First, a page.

Volatility article in Markets Media

Thanks to Will Thompson. I got a nice mention here explaining how tail hedging can cause the kind of volatility we are now seeing, much like the crash of 1987:

Volatility: An Asset Class or Quick Buck?

Posted on August 8, 2011

The CBOE Volatility Index, commonly referred to as the market’s “fear index,” has had a one-day range of 27.54 to 39.25. As the past week showcases a near 30 percent change in the VIX, market participants wonder if the great volatility era has returned.

“Institutions have increased interest in volatility, not the VIX per se, but more so, hedging tail risk,” said Warren Mosler, co-founder of AVM L.P, a provider of brokerage, trading and administrative services to its affiliates, one of which is eponymous hedge fund III Associates, based in Boca Raton, Florida.
Mosler, currently a resident of the U.S. Virgin Islands, had run for the U.S. Senate in 2010, and is a published economist.

“There are programs out there to hedge tail risk when extremes happen because people want to be protected,” Mosler told Markets Media. “Out of the money options have gone way up, and they’re going to stay high for a long time. There has been a real shift of money into these strategies.”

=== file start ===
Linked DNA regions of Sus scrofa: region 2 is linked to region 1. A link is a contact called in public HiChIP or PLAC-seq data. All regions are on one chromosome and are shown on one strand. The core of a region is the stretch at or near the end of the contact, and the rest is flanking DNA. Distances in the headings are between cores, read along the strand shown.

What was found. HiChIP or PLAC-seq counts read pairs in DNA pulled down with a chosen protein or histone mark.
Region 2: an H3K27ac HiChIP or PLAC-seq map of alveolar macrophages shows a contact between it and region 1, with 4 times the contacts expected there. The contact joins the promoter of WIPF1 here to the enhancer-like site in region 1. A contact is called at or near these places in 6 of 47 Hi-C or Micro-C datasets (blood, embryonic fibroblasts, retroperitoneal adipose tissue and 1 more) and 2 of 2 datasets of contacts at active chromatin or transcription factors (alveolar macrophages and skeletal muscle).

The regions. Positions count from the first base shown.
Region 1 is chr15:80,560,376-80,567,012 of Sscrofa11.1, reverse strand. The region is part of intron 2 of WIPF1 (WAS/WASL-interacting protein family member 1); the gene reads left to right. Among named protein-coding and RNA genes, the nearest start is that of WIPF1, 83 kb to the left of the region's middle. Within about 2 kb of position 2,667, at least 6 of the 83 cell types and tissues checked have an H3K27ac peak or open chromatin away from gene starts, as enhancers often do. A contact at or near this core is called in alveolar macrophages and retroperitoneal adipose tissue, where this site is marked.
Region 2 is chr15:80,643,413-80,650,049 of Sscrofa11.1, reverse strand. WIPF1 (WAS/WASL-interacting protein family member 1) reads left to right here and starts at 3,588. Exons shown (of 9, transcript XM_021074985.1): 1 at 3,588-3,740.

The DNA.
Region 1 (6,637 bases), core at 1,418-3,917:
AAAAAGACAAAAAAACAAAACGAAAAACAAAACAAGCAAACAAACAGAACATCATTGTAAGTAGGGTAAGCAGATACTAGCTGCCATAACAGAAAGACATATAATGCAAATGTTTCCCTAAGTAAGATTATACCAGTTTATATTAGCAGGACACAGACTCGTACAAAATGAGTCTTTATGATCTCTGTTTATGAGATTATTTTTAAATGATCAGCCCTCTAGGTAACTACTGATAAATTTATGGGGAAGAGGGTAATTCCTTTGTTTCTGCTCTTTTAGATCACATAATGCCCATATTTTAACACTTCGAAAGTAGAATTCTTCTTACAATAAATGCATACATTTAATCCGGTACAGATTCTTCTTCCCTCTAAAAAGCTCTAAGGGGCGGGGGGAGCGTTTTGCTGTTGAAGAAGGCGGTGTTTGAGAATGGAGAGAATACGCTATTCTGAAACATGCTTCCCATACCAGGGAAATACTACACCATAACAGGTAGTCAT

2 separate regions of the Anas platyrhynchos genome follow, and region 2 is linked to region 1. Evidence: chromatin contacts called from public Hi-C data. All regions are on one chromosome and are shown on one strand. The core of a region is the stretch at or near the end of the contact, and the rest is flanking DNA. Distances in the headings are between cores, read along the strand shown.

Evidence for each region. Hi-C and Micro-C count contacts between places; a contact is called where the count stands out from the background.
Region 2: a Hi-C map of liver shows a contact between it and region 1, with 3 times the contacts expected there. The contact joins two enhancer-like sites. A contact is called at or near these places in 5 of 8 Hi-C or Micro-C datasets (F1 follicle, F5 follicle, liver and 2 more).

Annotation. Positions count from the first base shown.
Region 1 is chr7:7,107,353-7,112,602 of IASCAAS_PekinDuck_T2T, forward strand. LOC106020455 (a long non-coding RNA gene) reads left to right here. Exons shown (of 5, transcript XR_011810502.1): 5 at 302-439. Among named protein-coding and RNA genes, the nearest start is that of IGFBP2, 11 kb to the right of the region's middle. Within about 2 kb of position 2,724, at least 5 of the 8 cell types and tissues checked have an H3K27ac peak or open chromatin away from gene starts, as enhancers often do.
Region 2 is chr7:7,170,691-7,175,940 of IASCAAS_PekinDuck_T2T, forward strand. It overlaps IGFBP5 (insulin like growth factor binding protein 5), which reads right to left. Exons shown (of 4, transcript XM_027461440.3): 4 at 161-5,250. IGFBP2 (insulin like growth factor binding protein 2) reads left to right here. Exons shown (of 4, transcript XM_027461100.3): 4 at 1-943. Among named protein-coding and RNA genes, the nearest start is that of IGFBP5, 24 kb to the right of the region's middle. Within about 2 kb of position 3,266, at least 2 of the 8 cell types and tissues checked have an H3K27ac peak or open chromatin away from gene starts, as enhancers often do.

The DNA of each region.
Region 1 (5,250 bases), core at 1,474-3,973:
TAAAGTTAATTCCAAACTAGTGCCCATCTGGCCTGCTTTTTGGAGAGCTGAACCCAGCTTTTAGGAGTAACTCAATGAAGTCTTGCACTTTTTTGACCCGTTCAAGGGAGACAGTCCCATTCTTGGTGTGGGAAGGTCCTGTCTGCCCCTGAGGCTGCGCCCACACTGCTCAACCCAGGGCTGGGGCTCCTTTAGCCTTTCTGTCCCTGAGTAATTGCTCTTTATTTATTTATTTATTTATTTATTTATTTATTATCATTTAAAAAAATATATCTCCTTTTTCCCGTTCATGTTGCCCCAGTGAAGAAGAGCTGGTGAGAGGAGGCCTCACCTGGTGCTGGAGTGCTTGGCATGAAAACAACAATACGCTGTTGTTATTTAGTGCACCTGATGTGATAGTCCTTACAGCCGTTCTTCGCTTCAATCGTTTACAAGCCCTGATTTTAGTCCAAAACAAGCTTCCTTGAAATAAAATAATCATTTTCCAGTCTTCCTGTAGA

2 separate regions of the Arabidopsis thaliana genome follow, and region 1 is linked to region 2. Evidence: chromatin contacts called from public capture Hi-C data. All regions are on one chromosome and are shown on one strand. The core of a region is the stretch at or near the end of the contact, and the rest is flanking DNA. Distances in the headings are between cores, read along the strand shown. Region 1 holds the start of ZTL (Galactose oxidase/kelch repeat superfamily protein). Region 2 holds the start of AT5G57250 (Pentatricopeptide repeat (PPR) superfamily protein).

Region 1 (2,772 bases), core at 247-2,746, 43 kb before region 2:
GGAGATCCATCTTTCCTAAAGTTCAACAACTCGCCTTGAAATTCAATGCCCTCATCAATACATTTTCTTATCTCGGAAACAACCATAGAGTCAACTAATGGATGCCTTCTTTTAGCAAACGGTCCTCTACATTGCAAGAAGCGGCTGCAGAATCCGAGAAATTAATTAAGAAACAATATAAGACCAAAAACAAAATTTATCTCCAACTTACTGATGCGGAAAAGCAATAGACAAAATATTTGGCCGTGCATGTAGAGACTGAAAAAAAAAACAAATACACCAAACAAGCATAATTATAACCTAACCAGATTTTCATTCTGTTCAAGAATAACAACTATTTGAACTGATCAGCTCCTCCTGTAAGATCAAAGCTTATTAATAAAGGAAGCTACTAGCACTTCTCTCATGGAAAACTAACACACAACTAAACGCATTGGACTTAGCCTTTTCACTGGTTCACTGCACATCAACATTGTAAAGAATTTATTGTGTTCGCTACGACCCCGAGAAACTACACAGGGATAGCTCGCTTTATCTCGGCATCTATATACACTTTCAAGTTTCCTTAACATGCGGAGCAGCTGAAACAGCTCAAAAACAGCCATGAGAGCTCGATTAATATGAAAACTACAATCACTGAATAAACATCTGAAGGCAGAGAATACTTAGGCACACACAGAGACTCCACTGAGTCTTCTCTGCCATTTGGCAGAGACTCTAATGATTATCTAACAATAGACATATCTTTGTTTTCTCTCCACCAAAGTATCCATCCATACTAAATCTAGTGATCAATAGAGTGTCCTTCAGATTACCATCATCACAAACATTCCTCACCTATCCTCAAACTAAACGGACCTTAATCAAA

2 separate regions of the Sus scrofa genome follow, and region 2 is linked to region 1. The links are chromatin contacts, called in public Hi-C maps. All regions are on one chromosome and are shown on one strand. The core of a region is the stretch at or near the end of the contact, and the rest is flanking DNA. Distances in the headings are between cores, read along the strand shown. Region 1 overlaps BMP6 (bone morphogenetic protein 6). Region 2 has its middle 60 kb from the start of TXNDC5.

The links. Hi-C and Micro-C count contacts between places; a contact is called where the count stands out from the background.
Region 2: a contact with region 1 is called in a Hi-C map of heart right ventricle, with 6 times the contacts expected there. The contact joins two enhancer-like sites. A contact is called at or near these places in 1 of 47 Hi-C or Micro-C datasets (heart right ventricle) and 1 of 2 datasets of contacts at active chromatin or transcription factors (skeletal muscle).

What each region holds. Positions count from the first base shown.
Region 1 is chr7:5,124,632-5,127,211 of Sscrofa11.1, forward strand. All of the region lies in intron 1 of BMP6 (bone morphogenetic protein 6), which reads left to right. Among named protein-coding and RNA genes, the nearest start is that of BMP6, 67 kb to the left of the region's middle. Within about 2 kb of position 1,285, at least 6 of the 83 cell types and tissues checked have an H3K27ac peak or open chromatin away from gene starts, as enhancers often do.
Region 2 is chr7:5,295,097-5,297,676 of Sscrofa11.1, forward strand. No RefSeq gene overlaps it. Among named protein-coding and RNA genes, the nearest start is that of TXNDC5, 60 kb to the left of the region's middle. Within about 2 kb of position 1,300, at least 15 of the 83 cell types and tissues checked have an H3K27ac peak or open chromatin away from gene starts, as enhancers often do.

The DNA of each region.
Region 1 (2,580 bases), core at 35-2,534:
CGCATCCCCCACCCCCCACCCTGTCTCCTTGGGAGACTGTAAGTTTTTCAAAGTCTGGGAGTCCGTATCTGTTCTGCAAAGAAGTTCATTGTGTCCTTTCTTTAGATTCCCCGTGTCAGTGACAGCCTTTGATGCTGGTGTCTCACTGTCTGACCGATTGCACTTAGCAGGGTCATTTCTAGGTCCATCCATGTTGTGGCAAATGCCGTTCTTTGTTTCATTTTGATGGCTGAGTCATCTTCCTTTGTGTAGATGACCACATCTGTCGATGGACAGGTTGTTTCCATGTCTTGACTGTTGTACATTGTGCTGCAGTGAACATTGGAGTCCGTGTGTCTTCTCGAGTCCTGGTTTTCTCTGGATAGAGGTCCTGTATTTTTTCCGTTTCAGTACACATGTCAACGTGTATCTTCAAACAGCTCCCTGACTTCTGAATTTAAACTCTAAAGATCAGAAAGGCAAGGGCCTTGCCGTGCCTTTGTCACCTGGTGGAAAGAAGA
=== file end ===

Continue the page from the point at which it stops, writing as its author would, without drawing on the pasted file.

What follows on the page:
Ironically, Mosler noted that increasingly used practices, such as tail hedging are propelling more volatility in the markets, causing a pro-cyclical self-fulfilling prophecy in the markets. Investors create fear to protect themselves from fear.

Despite an increased institutional interest in utilizing volatility, it remains to be a measure of protection, not a standalone asset class, for fund managers.
Volatility is traded more but it’s not an asset class by traditional definition, according to Mosler. “It’s a money-making activity, a way to hedge a position, a way to express one’s view.”